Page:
When Tangi's father dies, he leaves her nothing but three empty bottles. A kind uncle takes the poverty-stricken girl and her stepsisters in, and for a time life gets better on his farm. But Tangi remains a lonely outsider; her stepsisters tease her for her crippled leg, and the housekeepers use her like a servant.
Just before her thirteenth birthday, Tangi learns the truth about her father's strange legacy: the three bottles aren't empty any more. They're filled with all the tears she's cried since her father died, and her tears are enchanted. She must use them to travel to Rosevine, the world of her dead mother. Tangi not only belongs there but is necessary to keep Rosevine alive.
Tangi's tears will save Rosevine, and Rosevine will save Tangi from a cruelty-filled life, except for one thing: Tangi's lost the bottles.
Excerpt from Tangi's Teardrops:
Two days after Uncle Thomas left, something blunt poked Tangi in the chest. She opened her eyes to see Lisa, standing beside her bed, an oil lamp in her hand. In the dim light, her double chin jutted out even more.
“Get up,” she hissed. “There’s a lot of work to be done.”
Tangi rubbed away the sleep from her eyes. She shook her head in confusion. “What do you mean?”
Lisa threw aside the blanket and goosebumps rose on Tangi’s legs as the cold morning air assailed her. “Your uncle is not here to spoil you. Get dressed and go fetch water. Be back in time to help with breakfast.” Lisa strode out of the hut.
Tangi stared after the trail of light from the lamp until it disappeared out of sight. Her head reeled with confusion. Was Lisa implying that she didn’t do anything around the house? Even though Uncle Thomas had two housekeepers that did the housework, she still did her share. She washed her own clothes, washed the dishes, swept their hut and carried out other chores that didn’t place too much strain on her leg. But never mind; one day couldn’t possibly do that much harm.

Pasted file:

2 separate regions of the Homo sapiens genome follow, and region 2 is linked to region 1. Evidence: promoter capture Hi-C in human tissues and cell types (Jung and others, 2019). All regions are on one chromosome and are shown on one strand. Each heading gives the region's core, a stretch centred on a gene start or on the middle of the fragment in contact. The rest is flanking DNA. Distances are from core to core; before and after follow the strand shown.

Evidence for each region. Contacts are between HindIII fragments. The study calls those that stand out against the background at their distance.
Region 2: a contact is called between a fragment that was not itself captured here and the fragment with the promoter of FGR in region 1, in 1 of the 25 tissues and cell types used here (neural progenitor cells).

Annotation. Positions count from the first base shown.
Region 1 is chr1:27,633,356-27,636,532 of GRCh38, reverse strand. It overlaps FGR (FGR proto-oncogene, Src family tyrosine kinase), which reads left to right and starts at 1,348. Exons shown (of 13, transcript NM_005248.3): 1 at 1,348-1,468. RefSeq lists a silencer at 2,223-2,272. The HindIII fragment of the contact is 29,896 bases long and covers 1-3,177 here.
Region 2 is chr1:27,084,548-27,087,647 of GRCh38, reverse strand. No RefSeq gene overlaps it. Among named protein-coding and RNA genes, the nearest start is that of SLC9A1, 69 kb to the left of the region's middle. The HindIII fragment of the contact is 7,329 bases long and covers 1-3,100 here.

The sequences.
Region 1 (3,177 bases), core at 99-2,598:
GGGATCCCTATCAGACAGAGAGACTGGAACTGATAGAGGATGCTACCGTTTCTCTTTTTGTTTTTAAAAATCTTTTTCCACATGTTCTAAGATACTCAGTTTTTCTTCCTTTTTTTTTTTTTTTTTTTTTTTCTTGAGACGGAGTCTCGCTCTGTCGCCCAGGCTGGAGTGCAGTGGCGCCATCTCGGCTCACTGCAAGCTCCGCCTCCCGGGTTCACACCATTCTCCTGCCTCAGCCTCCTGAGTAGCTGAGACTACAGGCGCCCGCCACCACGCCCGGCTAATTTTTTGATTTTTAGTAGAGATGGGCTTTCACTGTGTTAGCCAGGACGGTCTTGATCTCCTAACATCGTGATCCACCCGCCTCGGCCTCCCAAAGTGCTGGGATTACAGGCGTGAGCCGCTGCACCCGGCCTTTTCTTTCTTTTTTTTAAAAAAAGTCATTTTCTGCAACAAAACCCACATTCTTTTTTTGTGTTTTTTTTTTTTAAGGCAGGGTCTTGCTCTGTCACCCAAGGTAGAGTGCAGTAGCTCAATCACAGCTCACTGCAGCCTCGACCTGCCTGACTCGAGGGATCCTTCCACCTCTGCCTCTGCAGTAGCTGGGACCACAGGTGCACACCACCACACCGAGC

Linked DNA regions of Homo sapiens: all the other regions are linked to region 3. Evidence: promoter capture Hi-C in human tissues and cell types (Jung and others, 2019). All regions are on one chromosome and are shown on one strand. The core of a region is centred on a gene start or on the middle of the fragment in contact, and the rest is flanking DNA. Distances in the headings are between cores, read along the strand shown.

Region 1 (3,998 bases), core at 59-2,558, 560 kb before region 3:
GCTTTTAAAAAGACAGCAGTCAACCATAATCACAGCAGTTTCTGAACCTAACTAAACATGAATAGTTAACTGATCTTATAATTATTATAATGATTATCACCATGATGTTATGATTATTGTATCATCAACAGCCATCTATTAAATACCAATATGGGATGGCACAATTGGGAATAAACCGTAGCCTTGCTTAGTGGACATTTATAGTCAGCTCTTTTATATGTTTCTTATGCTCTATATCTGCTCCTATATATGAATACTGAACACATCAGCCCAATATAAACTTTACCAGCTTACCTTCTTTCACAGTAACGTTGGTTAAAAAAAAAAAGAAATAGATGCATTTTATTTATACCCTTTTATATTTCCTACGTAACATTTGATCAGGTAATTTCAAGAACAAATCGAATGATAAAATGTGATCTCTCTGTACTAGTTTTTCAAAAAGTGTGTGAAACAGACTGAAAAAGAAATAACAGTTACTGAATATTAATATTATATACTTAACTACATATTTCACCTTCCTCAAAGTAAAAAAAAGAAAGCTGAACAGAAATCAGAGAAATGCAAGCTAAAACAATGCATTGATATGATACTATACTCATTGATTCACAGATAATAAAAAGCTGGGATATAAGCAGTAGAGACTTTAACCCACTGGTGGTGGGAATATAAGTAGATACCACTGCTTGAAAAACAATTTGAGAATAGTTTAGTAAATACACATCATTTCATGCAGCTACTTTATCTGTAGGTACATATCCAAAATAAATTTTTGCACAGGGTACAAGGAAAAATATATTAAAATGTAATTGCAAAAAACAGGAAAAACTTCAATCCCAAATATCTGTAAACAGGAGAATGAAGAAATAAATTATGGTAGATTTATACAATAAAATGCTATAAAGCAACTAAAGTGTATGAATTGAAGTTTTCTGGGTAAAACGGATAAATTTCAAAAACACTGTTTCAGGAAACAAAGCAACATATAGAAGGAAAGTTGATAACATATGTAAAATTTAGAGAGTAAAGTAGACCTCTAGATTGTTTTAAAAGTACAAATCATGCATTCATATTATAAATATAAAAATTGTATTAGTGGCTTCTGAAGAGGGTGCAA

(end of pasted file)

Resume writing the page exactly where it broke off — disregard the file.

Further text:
Her eyes adjusted to the darkness. Lisa hadn’t woken Nona and Maria. They continued sleeping, unaware of what had just happened. Not that they’d care.
Let them sleep, she thought, and heaved herself out of bed. Since Papa died, it hit her that people didn’t live forever. She had relied so much on her father’s love and care for her, like leaning on a strong, immovable tree trunk. Now she was afraid to depend on anyone, even Uncle Thomas. Being rejected at her new school also fueled her decision to learn to be strong for herself. She would prove to everyone she could do everything that they could. She wouldn’t let her disability be an excuse, wouldn’t give anyone reason to pity her. She’d get the water from the tap and learn to handle the pain in her leg.
Liz Grace Davis is a Namibian author. She grew up in Angola, Namibia, South Africa and Germany. She now lives with her husband in Vienna, Austria. Growing up, Liz spent most of her days in school libraries, diving into the world of books. In her spare time she loves to travel as well as creating jewelry and digital scrapbooks. She's in her element when she is doing anything that requires creativity. Liz is the author of a young adult fantasy novel, Tangi's Teardrops and a contemporary romance novel, Chocolate Aftertaste.